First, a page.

- The Washington Times - Tuesday, December 13, 2005

Symbol of hope inspires

President Bush’s approval rating is low, gas prices are high, scandal and mistrust of authority figures are on the rise, but there is one thing Americans still believe in — Santa Claus.

Especially now that Forbes magazine just named Santa Claus (age: 1,651) the richest “fictional” philanthropist in the world.

“You’re never too old for Santa,” said 20-year-old Kelly Carnes, a student at George Washington University who was standing in line at the Pentagon City mall Sunday afternoon, waiting to see her red-suited idol.



Doubters and cynics are few, even among those who may accuse Santa Claus of elf exploitation. Forbes noted that “the tubby toy titan,” speculated to be tormented “by infinite wealth,” embarks on an annual around-the-globe trip to give stuff away.

And everyone has a wish list. For boys this year, it’s the Xbox 360. For girls, Barbie.

For single women?

“Men, jewelry and world peace,” said Jennifer Harris, 20, standing in line at the Fashion Centre at Pentagon City on Sunday afternoon waiting to sit on Santa’s lap.

In shopping malls across the country, the scene is the same — children with jittery knees, stroller moms, sassy teenagers and teetering toddlers peer over a red velvet rope to see of the jolly man with the snowy white beard who sits on an armchair, earning perhaps $10 an hour.

And in the case of the rotund, pink-cheeked Santa at Alexandria’s Landmark Mall, the silvery beard is genuine. Do the children try to pull it?

“Oh yeah,” he chuckled. “To make sure it’s real.”

Sipping bottled water, he gave his age as “about 300.”

“I think Santa Claus means hope to the kids,” he said. When they ask for certain gifts, he tells them, “I’ll see what we have and we’ll try to get part of it and maybe throw in a surprise.”

Are children more greedy today?

“I don’t think so,” Santa said. “I had two or three kids today say they didn’t want anything, because they had everything they needed and that I should give toys to the poor children and the children of Katrina. I thought that was pretty nice.”

Santa Claus, a mythical figure in what has become an increasingly commercial holiday, has become an international symbol of hope.

“You can see Christmas trees everywhere now, and we have Santa,” said Adrar Jeraq, 23, from Kuwait. She was at Pentagon City with her husband and 7-month-old daughter Sshad, who had her picture taken with Santa. “Santa is someone who likes to give gifts to children.”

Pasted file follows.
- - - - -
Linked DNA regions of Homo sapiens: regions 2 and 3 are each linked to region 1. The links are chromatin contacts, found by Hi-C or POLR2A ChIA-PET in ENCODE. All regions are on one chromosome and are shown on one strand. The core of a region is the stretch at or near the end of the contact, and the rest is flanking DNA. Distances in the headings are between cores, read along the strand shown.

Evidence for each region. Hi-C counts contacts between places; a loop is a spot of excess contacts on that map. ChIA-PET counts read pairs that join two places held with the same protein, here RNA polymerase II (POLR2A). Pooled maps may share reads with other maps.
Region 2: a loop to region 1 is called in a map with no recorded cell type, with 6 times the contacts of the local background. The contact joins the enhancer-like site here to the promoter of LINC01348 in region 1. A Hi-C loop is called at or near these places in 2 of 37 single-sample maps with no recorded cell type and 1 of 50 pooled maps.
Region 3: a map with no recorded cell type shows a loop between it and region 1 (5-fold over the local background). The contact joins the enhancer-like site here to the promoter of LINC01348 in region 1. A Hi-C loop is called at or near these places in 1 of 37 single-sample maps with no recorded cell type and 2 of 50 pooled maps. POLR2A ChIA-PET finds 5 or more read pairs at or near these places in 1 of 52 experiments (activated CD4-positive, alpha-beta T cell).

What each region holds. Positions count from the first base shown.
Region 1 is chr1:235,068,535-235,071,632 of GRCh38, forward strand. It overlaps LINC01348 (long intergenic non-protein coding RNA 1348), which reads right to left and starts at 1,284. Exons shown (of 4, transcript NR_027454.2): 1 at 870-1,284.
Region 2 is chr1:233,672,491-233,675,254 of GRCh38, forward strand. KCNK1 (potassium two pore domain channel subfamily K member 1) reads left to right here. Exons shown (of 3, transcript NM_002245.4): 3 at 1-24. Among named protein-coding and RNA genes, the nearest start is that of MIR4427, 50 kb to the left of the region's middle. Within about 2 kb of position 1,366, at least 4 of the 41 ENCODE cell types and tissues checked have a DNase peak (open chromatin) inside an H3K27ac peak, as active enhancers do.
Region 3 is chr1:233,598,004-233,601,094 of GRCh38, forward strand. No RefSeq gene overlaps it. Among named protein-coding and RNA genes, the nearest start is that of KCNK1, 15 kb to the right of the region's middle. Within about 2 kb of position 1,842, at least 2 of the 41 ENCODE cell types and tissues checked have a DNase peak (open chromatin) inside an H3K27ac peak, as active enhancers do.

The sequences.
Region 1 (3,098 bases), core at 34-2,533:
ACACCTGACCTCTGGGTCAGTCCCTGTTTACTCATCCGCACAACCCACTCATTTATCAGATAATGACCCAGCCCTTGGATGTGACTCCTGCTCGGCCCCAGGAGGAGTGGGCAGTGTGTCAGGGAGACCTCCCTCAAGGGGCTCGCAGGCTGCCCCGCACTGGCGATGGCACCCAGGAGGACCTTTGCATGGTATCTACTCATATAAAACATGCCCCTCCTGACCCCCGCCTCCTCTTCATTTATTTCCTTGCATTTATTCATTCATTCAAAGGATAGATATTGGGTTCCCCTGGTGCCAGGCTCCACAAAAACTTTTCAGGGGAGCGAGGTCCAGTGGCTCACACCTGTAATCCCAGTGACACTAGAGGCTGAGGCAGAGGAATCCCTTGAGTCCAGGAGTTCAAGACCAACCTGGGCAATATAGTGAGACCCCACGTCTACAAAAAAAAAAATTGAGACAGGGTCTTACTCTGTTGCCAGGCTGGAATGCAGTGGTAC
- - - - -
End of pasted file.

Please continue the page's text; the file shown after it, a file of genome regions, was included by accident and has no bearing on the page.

“Say cheese,” the photographer operating the digital camera tells children.

It started out in department stores in the 1950s with grainy black-and-white photos that had to be mailed to the recipient. Then came Polaroids. Now, with digital cameras, Santa’s picture with the children also comes on a CD for easy e-mailing.

“I wanted to do it last year, then we never got the chance,” said 28-year-old George Boosalis, who works in the human resource department for Booz Allen Hamilton.

Saturday, he was at the Landmark Mall, where he paid $20 for the photo. “I thought it would be fun. It’s always good to believe.”

His girlfriend, Chrissy Anamisis, asked Santa for “a trip.”

“Hi Santa!” a little boy in boots called, walking by the velvet rope.

Next in line were four girls from Episcopal High School in Alexandria, who had a group shot with Santa burned on a CD.

And what did they ask Santa to bring them?

“Cell phones,” they answered in unison.

The Episcopal freshmen supported a widely held holiday theory: You get more gifts when you still believe in Santa.

“It’s not as fun anymore, when [parents] know you don’t believe,” said Jeannie Glodell, 14, from Alexandria. “They know it’s not as important, and you don’t get as many presents.”

Psychologically, “Santa Claus represents hope and appeals to the most helpless and naive,” said clinical psychologist Pauline Wallin. “Children at about 6 start to think logically and question things.”

Like why the wrapping paper on the toy is the same as the one in the hall closet. The fact that the house doesn’t have a chimney. “But they still want to believe.”

Mrs. Wallin, author of “Taming Your Inner Brat,” says there is often a pact of silence when it comes to Santa Claus.

“Kids let their parents think they still do believe, even if they don’t. Children don’t want to disappoint their parents, and the parents don’t want to disappoint the kids.”

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